Federal Prosecutor Greenlights Recreational Marijuana in Massachusetts
The federal government plans to intervene in Massachusetts newly-legalized recreational marijuana industry, but only in very specific instances. Federal prosecutor Andrew Lelling greenlighted the industry on Tuesday but also gave a warning as to the actions that could attract federal attention.
Overproduction, under-age sales, organized crime, and interstate transportation of “drug proceeds” were the four areas Lelling said he would target as the top federal prosecutor in the state. Otherwise, said Lelling, his office's resources are primarily dedicated to fighting the opioid crisis.
While organized crime and interstate transportation of money from the marijuana business are straightforward things businesses can avoid, overproduction is a tricky one. Lelling says overproduction can lead to illegal inter-state sales.
Lelling also believes legalization will lead to an increase in underage use, despite the findings in Colorado and elsewhere that show the opposite. He warned prospective businesses that targeting minors would warrant federal prosecution.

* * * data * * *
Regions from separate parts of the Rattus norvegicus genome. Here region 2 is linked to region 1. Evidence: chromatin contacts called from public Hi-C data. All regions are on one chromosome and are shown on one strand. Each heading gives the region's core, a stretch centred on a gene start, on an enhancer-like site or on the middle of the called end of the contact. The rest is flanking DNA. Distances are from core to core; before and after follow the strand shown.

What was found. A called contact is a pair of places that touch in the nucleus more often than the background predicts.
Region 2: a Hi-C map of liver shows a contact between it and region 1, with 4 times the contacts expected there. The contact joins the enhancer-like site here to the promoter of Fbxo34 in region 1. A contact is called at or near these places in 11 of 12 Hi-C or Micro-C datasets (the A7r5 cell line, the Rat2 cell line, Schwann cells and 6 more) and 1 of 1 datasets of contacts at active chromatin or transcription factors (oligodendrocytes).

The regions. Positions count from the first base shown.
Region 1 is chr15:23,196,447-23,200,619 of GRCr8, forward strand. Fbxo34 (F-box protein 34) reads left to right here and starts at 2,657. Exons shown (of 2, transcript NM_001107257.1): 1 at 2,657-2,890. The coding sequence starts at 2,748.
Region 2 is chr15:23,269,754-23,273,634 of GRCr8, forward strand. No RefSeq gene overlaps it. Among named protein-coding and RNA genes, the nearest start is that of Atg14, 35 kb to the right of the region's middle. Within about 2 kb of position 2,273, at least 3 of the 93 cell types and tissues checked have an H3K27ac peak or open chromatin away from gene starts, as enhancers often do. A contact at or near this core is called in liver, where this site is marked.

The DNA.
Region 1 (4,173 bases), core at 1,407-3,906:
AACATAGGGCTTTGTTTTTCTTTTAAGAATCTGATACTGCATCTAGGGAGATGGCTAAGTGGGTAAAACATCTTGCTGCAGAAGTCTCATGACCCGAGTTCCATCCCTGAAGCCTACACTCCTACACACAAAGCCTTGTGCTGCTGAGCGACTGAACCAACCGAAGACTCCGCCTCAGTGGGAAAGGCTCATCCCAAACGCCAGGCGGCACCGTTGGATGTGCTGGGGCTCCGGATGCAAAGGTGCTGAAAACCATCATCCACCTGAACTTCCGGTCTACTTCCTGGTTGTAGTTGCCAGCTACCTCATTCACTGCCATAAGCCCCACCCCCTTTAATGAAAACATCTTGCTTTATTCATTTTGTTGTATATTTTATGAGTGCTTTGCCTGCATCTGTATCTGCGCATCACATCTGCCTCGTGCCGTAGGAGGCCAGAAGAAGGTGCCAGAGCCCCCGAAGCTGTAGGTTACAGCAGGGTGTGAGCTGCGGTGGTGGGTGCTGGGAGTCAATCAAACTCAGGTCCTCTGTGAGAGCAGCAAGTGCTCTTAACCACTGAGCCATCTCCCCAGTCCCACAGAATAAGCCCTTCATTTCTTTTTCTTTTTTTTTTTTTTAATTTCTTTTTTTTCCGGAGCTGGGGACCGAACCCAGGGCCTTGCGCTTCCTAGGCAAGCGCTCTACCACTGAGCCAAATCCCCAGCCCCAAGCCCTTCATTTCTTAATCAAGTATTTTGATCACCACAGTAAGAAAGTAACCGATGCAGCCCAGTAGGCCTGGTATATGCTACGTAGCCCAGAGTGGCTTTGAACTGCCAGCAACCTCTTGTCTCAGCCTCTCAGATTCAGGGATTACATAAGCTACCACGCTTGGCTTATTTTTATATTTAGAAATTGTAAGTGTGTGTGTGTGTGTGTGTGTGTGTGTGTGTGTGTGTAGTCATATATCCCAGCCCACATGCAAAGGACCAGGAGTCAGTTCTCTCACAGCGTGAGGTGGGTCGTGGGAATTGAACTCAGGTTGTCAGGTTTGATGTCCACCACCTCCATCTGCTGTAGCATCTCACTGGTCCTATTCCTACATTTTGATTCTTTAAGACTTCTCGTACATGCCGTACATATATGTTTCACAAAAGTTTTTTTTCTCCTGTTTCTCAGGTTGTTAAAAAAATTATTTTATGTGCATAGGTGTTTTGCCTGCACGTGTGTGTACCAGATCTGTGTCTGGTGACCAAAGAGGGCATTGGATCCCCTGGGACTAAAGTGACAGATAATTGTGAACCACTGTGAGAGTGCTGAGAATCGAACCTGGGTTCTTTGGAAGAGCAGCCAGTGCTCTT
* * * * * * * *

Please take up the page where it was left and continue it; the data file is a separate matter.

In conclusion, Lelling said federal investigators will continue to monitor Massachusetts for any interstate shipments of cash, and state-licensed marijuana retailers that are attached to any such shipment could come under fire. He also addressed the use of the federal banking system, which is still prohibited for legal marijuana businesses.
This week, the Massachusetts Cannabis Control Commission began issuing licenses for retail marijuana shops. The commission has been consulting with Lelling for guidance on creating regulations that would avoid a federal crackdown in their state. Lelling said he cannot “immunize” state residents from federal enforcement, but found no obvious conflicts with the regulations.